It is party time in the United States with the Cinco de Mayo fiestas around the corner. So raise your tequila glass and rock out Mexican style to celebrate the holiday that commemorates Mexico’s victory over the French.
Cinco de Mayo is one of the most celebrated Mexican national holidays in the United States,Cinco de Mayo – Tequila, Mariachis, Chiles, Oh my! Articles where many U.S. businesses and restaurants are decorated in green, white and red, the colors of Mexico’s flag, to observe this important day in traditional Mexican fanfare. Although Cinco de Mayo celebrates the determination of Mexicans to remain free from foreign control, it is not Mexico’s Independence Day.
Following the devastating loss of the Mexican-American War in 1848, Mexico was both financially and morally defeated. In 1861, president Benito Juarez issued a moratorium in which all foreign-debt payments would be suspended for a period of two years. Furious and eager to collect payment, England, France, and Spain invaded Mexico.
Unbeknownst to the other countries, France had its own agenda, ultimately aiming to impose a monarchical government upon the nations of Central and South America. Shortly after President Juarez offered a type of promissory note that guaranteed payments on its debt after the two years, England and Spain returned home, but the French continued their siege on Mexico.
On May 5, 1862, Juarez commanded General Ignacio Zaragoza to block the advance of the French forces at the fortified hills of Loreto and Guadalupe near the city of Puebla. With only 2,000 men, most of them local Zacapoaxtla Indians from the Puebla region with no formal military training and little weaponry, the Mexicans were able to briefly defeat the French army of 6,000.
The victory was short-lived, though soon after, France conquered Puebla and the rest of Mexico, ruling until 1867. Through a popular revolt, Juarez was finally restored to power, remaining leader of Mexico until his death in 1872.
BEYOND CINCO DE MAYO
Cinco de Mayo was born in the central Mexican state of Puebla. Its capital city, also called Puebla, is one of the most impressive and oldest colonial cities in Mexico. Declared a UNESCO World Heritage Site for its unique beauty, the magnificent historic center is an ideal starting point for a Cinco de Mayo tour.
While in Puebla, visitors can enjoy the historical Cinco de Mayo sites such as the tomb and monument of Ignacio Zaragoza, the general who led Mexico to victory over France. The site of the battle is also a popular destination, featuring a museum with a display of hundreds of toy soldiers set up to show what happened on that day. Art expositions, concerts of both contemporary and classical Mexican music and a Mexican film series are also part of the attractions.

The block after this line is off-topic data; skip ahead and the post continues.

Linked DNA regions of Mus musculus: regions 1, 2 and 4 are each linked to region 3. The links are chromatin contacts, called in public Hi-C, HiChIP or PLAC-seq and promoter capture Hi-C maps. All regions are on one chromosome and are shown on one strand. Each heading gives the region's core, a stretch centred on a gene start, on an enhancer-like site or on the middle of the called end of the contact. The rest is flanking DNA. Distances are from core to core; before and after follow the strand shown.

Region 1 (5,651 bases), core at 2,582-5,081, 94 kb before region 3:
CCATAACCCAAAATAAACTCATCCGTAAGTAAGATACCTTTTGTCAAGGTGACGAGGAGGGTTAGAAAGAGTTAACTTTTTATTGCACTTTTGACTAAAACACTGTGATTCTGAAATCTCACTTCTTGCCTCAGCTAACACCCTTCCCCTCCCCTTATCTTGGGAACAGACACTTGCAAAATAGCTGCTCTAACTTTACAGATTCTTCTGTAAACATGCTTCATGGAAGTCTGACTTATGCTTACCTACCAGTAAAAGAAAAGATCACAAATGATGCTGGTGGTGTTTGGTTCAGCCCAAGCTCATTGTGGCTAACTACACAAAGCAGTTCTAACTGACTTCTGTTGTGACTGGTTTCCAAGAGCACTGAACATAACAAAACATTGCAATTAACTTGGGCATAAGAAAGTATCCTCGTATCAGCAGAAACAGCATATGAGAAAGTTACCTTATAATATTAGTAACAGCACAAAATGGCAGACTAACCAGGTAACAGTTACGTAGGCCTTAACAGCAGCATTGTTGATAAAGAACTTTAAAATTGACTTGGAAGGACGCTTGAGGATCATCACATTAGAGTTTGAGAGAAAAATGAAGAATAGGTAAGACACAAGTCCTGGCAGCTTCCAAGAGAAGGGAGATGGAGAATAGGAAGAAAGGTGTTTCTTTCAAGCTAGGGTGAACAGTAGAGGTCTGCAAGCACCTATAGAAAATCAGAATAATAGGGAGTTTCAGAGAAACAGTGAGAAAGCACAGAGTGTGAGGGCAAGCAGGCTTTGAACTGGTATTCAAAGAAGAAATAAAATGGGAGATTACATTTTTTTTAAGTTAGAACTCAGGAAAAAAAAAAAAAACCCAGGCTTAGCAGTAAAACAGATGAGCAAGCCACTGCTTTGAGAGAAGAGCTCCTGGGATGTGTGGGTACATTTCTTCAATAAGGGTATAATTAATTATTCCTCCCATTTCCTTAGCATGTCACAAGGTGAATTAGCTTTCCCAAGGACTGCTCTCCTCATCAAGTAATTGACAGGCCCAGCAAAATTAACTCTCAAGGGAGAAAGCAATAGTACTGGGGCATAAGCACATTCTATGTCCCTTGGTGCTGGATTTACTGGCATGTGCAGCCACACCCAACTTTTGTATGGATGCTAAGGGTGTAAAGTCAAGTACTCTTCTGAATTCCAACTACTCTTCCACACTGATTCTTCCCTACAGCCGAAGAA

An annual parade is held down Cinco de Mayo Avenue, and festivities include a reenactment of the famous battle. Men dress as French and Mexican soldiers and generals, and women wear the clothing of the “soldaderas,” the women who cooked and looked after the soldiers in wartime. In some representations, the Mexican soldiers carry machetes and old gun-power rifles, and the French soldiers carry bags with wine bottles and fruit.
Puebla has much more to offer besides its traditional Cinco de Mayo sites. Also worth a visit are the museums displaying archeological objects, paintings, railroad cars, and other historic treasures, as well as many shops that specialize in Talavera pottery and traditional treats. Wander through the Los Sapos district to buy antiques and to sample wonderful poblano dishes including mole and chiles en nogada (when in season) from a wide range of restaurants.
Puebla State offers other beautiful cities to visit in addition to its capital city. Cholula, located about 5 miles from the city of Puebla, has a very important archeological site that includes the “Gran Piramide” (the Big Pyramid), also known as the Tenapa Pyramid, occupying more space than any other pyramid in the world. Built on top of the pyramid is the church Iglesia de Nuestra Señora de los Remedios which was completed in 1666. Its symbolic position stands witness to the role of the Catholic church in the conversion of the indigenous people.
CINCO DE MAYO CELEBRATIONS IN THE UNITED STATES
Typically held during the first week of May, Cinco de Mayo boasts carnivals, street fairs and multi-day festivals held over the U.S. Below is a list of some of the largest celebrations in the United States.